Theoretical and Applied Genetics

, Volume 77, Issue 1, pp 111–118

An analysis of the costs and benefits of the cyanogenic system in Trifolium repens L.

  • P. Kakes
Originals

DOI: 10.1007/BF00292324

Cite this article as:
Kakes, P. Theoret. Appl. Genetics (1989) 77: 111. doi:10.1007/BF00292324

Summary

The effect of the cyanogenic glucosides linamarin and lotaustralin and their hydrolyzing enzyme linamarase was studied in a B2 generation segregating for the genes Ac and Li. Plants containing the glucosides are protected against grazing by snails both in the seedling stage and as adult plants. In seedlings, however, there is a direct effect on survival, whereas in adult plants the leaf area of plants containing linamarin/lotaustralin is less reduced under intense grazing. Linamarase has no effect on grazing by snails, possibly as a result of the presence of β-glucosidase activity in the gut of these animals. The genes Ac and Li, or genes tightly linked to them, have other effects as well: plants possessing one dominant Ac allele produce fewer flowers than homozygous ac plants. I compared this difference in flower production to the metabolic cost of producing the cyanogenic glucosides. The energy content of the difference in flower head production far exceeded the metabolic cost of cyanoglucoside production in Acac plants. It is possible that the cost of maintaining a certain level of cyanoglucosides is much more important for the plant than the initial cost of biosynthesis. The importance of the effects of Ac and Li in the maintenance of cyanogenic polymorphism in white clover is discussed.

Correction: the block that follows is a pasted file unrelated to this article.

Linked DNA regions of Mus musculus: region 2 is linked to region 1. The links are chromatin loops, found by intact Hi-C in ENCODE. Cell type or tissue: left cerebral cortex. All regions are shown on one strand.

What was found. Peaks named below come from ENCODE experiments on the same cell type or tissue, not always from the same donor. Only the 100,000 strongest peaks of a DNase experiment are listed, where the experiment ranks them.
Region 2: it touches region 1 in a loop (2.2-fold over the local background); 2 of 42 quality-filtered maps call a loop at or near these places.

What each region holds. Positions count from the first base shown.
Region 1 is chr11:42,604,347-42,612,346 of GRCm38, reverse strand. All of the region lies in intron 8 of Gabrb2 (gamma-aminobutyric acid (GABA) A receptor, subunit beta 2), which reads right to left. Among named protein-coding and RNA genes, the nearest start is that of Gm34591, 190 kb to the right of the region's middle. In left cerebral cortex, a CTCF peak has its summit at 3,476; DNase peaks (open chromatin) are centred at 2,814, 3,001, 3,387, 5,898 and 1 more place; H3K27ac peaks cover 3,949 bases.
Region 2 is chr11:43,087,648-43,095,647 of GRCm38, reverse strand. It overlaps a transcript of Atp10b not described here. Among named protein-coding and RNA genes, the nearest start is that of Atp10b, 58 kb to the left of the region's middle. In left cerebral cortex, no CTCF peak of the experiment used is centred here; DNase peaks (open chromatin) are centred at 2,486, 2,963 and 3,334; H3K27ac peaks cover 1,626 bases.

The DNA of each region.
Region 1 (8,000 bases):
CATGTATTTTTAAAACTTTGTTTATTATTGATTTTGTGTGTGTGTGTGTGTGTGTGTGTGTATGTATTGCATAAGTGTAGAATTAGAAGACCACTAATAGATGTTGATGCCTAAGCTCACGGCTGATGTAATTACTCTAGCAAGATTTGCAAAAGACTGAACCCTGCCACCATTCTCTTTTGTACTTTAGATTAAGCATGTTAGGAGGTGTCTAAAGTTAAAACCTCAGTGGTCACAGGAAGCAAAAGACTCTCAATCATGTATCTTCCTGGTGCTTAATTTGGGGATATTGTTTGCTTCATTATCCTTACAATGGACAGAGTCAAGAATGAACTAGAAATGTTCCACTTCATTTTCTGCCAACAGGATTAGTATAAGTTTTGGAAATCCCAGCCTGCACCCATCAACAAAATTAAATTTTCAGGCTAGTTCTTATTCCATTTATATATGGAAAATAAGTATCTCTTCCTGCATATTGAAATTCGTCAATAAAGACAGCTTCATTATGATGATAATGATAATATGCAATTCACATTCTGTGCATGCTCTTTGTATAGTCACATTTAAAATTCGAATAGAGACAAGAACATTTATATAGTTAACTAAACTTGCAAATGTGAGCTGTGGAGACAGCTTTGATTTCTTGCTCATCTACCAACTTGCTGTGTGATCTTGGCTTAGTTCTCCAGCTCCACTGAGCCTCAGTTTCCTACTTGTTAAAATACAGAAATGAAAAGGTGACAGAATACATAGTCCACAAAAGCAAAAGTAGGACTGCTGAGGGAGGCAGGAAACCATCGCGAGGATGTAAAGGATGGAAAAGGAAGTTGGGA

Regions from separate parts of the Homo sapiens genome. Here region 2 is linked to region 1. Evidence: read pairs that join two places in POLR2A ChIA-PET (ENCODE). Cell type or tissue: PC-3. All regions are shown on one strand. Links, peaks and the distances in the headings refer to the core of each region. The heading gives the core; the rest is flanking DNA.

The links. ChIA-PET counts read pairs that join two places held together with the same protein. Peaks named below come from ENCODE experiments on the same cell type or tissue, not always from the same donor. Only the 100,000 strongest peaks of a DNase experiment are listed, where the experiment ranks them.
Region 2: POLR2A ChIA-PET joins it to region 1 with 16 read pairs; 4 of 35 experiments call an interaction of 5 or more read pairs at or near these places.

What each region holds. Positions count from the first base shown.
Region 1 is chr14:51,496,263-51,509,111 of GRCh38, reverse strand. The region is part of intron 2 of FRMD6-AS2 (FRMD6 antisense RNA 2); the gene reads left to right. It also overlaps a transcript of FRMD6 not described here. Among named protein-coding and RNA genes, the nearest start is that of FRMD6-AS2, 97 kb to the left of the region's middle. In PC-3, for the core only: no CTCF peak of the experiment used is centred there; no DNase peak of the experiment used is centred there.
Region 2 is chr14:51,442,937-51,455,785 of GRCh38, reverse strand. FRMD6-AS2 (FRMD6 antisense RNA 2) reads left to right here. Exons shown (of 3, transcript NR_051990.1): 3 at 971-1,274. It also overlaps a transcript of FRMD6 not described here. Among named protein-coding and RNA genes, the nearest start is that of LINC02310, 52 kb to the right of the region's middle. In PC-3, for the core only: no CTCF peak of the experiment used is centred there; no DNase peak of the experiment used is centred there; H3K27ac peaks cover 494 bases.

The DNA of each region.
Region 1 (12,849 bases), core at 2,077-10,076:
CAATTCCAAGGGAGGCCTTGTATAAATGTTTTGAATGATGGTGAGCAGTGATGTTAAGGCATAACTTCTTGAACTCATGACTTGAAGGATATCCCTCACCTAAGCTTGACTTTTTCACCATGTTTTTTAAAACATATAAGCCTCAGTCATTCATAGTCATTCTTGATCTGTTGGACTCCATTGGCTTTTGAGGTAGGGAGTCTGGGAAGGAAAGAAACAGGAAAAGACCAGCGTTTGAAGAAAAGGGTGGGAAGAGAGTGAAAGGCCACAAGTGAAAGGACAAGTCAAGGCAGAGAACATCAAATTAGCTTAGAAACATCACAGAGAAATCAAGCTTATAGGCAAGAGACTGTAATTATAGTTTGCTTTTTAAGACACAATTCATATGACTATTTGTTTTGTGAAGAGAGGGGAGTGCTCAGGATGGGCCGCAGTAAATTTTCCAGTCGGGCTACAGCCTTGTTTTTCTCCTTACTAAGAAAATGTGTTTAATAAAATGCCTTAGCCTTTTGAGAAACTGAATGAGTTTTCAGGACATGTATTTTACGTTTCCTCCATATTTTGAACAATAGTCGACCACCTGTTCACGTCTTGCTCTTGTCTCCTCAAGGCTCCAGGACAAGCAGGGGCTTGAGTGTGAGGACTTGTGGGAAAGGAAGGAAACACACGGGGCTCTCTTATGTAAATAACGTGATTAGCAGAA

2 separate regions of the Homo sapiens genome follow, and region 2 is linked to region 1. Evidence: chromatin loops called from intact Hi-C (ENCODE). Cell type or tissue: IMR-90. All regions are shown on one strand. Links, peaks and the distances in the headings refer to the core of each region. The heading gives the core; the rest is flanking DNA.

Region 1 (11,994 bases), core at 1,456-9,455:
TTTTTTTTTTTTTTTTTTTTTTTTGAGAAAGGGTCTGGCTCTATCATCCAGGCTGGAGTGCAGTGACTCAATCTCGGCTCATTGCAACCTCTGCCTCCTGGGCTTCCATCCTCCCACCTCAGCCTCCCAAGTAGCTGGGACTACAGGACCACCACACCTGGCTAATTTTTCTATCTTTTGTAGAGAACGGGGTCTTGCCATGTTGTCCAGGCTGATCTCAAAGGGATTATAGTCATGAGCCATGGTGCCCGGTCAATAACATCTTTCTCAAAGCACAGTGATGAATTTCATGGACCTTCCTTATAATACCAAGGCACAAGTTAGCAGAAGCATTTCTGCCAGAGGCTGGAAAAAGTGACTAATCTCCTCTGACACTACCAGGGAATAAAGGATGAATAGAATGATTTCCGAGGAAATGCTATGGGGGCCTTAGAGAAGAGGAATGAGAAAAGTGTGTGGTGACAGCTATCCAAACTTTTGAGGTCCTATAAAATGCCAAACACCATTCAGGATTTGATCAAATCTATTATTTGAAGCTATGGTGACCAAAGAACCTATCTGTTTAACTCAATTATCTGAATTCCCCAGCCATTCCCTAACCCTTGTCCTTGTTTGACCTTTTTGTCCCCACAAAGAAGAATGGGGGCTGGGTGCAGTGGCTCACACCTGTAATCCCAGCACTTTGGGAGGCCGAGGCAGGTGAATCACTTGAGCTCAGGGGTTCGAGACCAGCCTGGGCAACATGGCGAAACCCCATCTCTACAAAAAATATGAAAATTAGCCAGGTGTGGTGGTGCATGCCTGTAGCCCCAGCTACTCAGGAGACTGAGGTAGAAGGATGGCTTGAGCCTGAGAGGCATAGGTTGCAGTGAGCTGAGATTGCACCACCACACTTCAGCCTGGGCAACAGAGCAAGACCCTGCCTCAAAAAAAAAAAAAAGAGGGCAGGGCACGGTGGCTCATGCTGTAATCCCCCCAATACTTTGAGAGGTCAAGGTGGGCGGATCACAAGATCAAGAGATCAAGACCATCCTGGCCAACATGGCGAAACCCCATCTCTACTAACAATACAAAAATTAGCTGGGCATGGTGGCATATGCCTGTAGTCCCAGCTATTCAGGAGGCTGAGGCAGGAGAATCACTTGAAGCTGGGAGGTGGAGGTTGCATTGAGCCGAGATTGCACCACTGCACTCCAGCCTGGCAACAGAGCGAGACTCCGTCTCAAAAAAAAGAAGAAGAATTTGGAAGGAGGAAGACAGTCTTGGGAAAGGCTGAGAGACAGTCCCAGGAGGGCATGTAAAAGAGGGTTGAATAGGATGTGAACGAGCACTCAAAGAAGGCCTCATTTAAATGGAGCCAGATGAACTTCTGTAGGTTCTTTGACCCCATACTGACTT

Key words

Cyanogenesis Linamarin Linamarase Trifolium repens 

Copyright information

© Springer-Verlag 1989

Authors and Affiliations

  • P. Kakes
    • 1
  1. 1.Department of Ecology and EcotoxicologyBiological Laboratories, Free UniversityHV AmsterdamThe Netherlands

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